IDEAS home Printed from
MyIDEAS: Login to save this paper or follow this series

Contracts and the Market for Executives

  • Sherwin Rosen

The paper reviews empirical findings on executive compensation in light of marginal productivity and contract theories. The executive labor market performs three functions. First, control must be distributed and assigned among executives. The most talented executives are efficiently assigned to control positions in the largest firms when talent and the marginal product of control are complements. These gains or rents are partially captured in larger earnings. In fact, the elasticity of top executive pay lies within a tight band around .25 among industries, time periods, and countries where it has been estimated. Second, executive contracts must provide incentives for managers to act in the interests of shareholders. Potential loss of reputation, bonding and takeovers probably substitute for direct monetary incentives in this task. Nevertheless, the elasticity of top executive pay with respect to accounting rates of return lie near 1.0. The elasticity with respect to stock market returns is much smaller, though precisely estimated, near 0.1. Differences of opinion remain on whether the market provides enough incentives to align interests between ownership and control. Third, the market must identify new talent and reassign control over careers from older to younger generations. Competition among executives for top positions and the diminishing incentive effect of future rewards with age implies that compensation should increasingly tilt rewards to current performance over the course of a career. Available evidence supports this prediction.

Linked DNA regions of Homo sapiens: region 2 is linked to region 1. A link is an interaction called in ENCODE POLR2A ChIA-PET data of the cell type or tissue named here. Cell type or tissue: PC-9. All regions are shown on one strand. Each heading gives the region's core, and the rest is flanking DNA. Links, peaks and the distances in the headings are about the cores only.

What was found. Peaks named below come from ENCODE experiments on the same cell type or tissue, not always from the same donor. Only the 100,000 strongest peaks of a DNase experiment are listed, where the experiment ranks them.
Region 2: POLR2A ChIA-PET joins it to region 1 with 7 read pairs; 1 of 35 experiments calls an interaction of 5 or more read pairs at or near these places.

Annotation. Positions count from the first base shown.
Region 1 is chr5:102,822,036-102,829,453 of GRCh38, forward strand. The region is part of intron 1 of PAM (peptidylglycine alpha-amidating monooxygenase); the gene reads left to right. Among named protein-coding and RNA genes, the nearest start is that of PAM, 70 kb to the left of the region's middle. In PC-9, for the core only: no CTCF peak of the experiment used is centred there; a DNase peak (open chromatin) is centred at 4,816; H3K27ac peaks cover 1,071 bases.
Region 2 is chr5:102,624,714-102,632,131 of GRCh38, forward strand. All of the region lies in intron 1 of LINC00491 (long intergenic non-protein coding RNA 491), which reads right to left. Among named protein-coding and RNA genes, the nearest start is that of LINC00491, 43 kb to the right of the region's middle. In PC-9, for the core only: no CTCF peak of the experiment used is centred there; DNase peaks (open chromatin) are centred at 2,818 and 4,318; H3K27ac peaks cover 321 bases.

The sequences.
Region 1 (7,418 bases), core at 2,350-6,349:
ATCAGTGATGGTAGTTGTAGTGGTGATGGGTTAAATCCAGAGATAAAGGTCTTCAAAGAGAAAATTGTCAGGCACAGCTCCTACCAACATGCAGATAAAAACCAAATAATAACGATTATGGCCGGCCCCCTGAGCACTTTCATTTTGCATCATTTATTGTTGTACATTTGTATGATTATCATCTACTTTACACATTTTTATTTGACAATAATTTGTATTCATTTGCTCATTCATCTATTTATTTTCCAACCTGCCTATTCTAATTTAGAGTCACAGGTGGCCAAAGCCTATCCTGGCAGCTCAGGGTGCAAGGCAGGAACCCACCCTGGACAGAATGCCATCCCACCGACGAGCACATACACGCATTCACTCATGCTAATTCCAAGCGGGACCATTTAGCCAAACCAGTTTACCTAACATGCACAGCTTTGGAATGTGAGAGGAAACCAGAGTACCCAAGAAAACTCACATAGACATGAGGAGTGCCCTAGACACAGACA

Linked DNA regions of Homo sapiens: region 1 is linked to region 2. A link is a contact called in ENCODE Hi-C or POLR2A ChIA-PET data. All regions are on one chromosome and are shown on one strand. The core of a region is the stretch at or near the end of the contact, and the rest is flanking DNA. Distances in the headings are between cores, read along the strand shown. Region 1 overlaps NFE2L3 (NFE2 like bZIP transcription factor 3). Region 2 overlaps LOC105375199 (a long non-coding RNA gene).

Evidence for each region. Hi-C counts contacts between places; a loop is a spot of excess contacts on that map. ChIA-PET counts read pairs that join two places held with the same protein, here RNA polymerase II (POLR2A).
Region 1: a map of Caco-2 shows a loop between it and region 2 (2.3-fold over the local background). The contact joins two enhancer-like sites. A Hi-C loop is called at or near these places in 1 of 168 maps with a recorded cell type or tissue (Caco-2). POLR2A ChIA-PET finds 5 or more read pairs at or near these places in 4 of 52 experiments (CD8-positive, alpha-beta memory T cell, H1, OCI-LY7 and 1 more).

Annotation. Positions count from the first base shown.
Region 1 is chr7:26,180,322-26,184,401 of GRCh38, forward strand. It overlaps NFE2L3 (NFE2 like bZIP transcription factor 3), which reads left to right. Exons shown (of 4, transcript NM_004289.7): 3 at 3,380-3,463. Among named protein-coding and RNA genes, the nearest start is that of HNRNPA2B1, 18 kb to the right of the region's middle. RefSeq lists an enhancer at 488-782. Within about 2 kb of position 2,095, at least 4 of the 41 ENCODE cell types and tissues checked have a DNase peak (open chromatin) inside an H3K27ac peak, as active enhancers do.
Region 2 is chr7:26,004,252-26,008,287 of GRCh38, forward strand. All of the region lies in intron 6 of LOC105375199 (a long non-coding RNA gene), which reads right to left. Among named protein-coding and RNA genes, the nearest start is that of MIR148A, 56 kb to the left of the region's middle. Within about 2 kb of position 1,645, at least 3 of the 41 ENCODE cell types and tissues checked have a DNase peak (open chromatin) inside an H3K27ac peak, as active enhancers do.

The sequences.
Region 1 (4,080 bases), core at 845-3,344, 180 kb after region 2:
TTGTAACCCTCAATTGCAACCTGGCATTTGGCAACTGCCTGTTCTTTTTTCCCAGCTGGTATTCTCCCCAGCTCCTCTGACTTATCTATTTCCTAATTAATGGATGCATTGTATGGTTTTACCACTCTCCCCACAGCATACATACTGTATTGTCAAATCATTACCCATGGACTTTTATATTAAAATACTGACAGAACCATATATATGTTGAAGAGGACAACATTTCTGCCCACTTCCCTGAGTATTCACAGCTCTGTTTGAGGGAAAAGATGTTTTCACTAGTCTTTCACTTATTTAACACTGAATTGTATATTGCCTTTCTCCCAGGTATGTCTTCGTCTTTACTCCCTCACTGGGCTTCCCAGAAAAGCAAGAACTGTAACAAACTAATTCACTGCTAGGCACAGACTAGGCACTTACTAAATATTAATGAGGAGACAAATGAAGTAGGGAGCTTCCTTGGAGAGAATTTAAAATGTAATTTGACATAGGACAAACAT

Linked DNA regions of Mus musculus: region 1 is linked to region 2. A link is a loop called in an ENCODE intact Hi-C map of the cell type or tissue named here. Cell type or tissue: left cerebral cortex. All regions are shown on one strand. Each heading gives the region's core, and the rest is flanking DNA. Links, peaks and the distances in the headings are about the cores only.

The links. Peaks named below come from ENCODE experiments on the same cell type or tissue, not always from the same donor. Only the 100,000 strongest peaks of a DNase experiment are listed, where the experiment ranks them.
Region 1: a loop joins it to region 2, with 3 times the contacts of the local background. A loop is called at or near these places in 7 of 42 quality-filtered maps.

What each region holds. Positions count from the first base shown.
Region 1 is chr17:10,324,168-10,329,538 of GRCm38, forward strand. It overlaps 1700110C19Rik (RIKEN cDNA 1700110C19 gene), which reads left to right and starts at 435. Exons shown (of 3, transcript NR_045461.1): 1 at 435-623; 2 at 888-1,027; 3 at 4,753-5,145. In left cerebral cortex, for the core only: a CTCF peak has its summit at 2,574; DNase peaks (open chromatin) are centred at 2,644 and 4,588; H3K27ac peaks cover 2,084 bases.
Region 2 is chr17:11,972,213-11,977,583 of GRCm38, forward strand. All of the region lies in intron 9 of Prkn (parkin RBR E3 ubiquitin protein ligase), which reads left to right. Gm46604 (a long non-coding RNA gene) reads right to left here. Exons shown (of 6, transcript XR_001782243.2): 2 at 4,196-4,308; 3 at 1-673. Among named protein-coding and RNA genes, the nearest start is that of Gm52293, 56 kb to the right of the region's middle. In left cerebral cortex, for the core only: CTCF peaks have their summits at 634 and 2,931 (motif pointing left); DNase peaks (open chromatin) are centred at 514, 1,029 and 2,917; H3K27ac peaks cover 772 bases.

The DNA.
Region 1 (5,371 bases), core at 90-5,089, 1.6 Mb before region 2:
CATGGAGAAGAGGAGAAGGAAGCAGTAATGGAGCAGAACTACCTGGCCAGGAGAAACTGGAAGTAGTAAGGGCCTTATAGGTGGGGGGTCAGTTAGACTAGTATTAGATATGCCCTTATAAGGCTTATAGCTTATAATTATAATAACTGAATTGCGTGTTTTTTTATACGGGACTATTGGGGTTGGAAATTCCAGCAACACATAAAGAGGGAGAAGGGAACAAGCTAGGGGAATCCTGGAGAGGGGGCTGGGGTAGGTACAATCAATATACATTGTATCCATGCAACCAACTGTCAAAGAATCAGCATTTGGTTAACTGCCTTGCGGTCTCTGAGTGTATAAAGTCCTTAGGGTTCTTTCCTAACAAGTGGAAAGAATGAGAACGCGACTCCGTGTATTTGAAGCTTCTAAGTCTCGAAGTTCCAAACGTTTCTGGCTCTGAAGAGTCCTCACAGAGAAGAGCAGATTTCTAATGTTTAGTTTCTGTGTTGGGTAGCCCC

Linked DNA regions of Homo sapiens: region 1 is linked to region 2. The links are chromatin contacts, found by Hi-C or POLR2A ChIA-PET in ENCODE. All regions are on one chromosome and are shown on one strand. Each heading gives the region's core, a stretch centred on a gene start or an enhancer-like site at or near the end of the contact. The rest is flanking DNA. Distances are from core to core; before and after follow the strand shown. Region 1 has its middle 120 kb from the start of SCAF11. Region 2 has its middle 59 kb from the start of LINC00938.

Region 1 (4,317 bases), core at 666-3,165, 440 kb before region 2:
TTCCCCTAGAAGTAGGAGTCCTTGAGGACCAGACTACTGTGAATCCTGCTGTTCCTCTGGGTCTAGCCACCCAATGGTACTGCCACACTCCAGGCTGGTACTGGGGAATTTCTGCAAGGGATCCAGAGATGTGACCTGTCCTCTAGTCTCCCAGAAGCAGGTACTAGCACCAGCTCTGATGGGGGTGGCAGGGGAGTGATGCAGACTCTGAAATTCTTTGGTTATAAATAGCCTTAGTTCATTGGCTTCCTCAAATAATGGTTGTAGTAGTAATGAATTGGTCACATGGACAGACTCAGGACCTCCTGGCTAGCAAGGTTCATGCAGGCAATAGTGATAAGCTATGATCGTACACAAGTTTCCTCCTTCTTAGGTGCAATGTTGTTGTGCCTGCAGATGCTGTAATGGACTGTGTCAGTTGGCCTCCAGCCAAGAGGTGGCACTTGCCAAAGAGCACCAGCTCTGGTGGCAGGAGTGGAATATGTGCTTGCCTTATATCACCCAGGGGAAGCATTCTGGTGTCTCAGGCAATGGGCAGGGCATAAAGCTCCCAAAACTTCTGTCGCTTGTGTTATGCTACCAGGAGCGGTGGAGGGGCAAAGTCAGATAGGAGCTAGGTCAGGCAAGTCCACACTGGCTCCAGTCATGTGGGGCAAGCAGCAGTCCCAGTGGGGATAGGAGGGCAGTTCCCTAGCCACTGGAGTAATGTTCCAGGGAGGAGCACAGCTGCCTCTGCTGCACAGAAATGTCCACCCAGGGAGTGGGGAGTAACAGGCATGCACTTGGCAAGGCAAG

If you experience problems downloading a file, check if you have the proper application to view it first. In case of further problems read the IDEAS help page. Note that these files are not on the IDEAS site. Please be patient as the files may be large.

File URL:
Download Restriction: no

Paper provided by National Bureau of Economic Research, Inc in its series NBER Working Papers with number 3542.

in new window

Date of creation: Dec 1990
Date of revision:
Publication status: published as Main Currents in Contract Economics, edited by Lars Werin and Hans Wijkander. Oxford: Blackwell Press, 1992.
Handle: RePEc:nbr:nberwo:3542
Note: LS
Contact details of provider: Postal: National Bureau of Economic Research, 1050 Massachusetts Avenue Cambridge, MA 02138, U.S.A.
Phone: 617-868-3900
Web page:

More information through EDIRC

References listed on IDEAS
Please report citation or reference errors to , or , if you are the registered author of the cited work, log in to your RePEc Author Service profile, click on "citations" and make appropriate adjustments.:

as in new window
  1. Rosen, Sherwin, 1981. "The Economics of Superstars," American Economic Review, American Economic Association, vol. 71(5), pages 845-58, December.
Full references (including those not matched with items on IDEAS)

This item is not listed on Wikipedia, on a reading list or among the top items on IDEAS.

When requesting a correction, please mention this item's handle: RePEc:nbr:nberwo:3542. See general information about how to correct material in RePEc.

For technical questions regarding this item, or to correct its authors, title, abstract, bibliographic or download information, contact: ()

If you have authored this item and are not yet registered with RePEc, we encourage you to do it here. This allows to link your profile to this item. It also allows you to accept potential citations to this item that we are uncertain about.

If references are entirely missing, you can add them using this form.

If the full references list an item that is present in RePEc, but the system did not link to it, you can help with this form.

If you know of missing items citing this one, you can help us creating those links by adding the relevant references in the same way as above, for each refering item. If you are a registered author of this item, you may also want to check the "citations" tab in your profile, as there may be some citations waiting for confirmation.

Please note that corrections may take a couple of weeks to filter through the various RePEc services.

This information is provided to you by IDEAS at the Research Division of the Federal Reserve Bank of St. Louis using RePEc data.